Vouching is the act of reviewing documentary evidence to see if it properly supports entries made in the accounting records. For example, an auditor is engaged in vouching when examining a shipping document to see if it supports the amount of a sale recorded in the sales journal. Vouching can work in two directions. For example, an auditor can trace actual inventory items back to the accounting records to see if the items are properly documented, or start with the inventory records and trace back to the warehouse shelves to see if the inventory exists.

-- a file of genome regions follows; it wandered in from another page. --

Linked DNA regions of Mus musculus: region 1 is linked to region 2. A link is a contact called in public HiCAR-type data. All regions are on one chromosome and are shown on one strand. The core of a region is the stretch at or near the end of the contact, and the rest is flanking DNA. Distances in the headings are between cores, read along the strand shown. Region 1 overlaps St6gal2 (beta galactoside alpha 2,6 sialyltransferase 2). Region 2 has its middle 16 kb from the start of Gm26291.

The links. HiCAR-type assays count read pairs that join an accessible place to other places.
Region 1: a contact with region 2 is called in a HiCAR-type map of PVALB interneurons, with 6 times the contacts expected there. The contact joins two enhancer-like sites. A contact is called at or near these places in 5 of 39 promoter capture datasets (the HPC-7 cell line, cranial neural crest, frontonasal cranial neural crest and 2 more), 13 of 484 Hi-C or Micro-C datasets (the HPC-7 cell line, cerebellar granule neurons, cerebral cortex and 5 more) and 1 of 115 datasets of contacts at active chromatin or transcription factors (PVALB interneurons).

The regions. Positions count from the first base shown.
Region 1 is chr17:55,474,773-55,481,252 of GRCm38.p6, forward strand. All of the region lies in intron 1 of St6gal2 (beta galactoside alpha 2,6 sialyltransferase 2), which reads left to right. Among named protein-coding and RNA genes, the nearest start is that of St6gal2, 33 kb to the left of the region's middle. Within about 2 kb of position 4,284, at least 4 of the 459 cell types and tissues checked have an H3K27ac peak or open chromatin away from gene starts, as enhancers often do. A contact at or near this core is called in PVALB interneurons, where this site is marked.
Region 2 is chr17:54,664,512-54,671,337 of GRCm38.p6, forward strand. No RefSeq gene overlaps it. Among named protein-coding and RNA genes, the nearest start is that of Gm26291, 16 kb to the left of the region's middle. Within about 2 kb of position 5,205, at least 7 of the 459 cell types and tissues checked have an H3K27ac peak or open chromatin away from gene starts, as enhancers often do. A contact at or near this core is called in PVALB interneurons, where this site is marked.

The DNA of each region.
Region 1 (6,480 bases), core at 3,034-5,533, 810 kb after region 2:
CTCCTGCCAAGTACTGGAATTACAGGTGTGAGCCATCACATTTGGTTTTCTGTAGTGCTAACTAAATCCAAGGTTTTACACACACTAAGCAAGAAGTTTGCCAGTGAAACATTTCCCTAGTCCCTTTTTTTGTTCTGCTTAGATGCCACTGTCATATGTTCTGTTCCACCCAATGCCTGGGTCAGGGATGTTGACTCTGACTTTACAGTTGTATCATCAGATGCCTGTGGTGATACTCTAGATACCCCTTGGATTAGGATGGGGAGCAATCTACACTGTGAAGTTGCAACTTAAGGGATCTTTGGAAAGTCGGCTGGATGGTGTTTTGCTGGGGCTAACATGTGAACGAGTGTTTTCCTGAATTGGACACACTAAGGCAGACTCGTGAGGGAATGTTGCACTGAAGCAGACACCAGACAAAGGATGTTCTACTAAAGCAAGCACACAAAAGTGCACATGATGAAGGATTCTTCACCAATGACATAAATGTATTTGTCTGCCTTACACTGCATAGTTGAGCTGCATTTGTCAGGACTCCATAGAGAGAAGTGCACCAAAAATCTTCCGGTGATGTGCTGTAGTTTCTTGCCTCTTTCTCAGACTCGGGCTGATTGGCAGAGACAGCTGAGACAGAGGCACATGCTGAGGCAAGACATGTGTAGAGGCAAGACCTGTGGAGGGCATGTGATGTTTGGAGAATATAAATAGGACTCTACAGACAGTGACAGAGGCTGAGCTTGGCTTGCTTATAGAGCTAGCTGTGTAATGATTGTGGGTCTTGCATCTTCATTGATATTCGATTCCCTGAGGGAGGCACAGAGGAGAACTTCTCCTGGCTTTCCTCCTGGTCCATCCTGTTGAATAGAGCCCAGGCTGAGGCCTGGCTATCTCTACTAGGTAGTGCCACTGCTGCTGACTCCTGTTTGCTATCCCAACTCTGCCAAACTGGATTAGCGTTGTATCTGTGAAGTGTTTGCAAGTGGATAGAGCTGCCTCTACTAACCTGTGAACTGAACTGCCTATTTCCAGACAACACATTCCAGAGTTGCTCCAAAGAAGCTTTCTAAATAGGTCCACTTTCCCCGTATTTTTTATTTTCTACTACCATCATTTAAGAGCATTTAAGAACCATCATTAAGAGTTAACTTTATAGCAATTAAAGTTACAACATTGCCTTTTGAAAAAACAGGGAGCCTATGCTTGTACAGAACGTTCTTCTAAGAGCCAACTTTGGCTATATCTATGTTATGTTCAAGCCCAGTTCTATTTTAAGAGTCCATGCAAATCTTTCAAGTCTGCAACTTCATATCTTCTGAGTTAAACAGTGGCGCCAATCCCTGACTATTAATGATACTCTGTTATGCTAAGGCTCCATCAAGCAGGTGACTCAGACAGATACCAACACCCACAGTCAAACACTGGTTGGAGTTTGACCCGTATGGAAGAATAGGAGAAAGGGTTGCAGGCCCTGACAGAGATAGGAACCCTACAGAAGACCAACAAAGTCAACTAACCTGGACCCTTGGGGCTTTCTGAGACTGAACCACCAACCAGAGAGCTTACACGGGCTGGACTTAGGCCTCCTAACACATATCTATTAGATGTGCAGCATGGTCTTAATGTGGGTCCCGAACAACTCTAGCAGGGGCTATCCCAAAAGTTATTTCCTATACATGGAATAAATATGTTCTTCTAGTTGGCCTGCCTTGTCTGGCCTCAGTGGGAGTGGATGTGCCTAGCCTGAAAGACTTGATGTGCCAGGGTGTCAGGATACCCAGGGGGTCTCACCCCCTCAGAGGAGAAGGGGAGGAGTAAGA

When engaged in vouching, an auditor is looking for any errors in the amount recorded in the accounting records, as well as ensuring that the transactions are recorded in the correct accounts. The auditor is also verifying that transactions have been properly authorized.
When vouching uncovers an error, the auditor may need to increase the sample size being audited in order to gain assurance that a system operates properly. An alternative is to engage in different auditing procedures.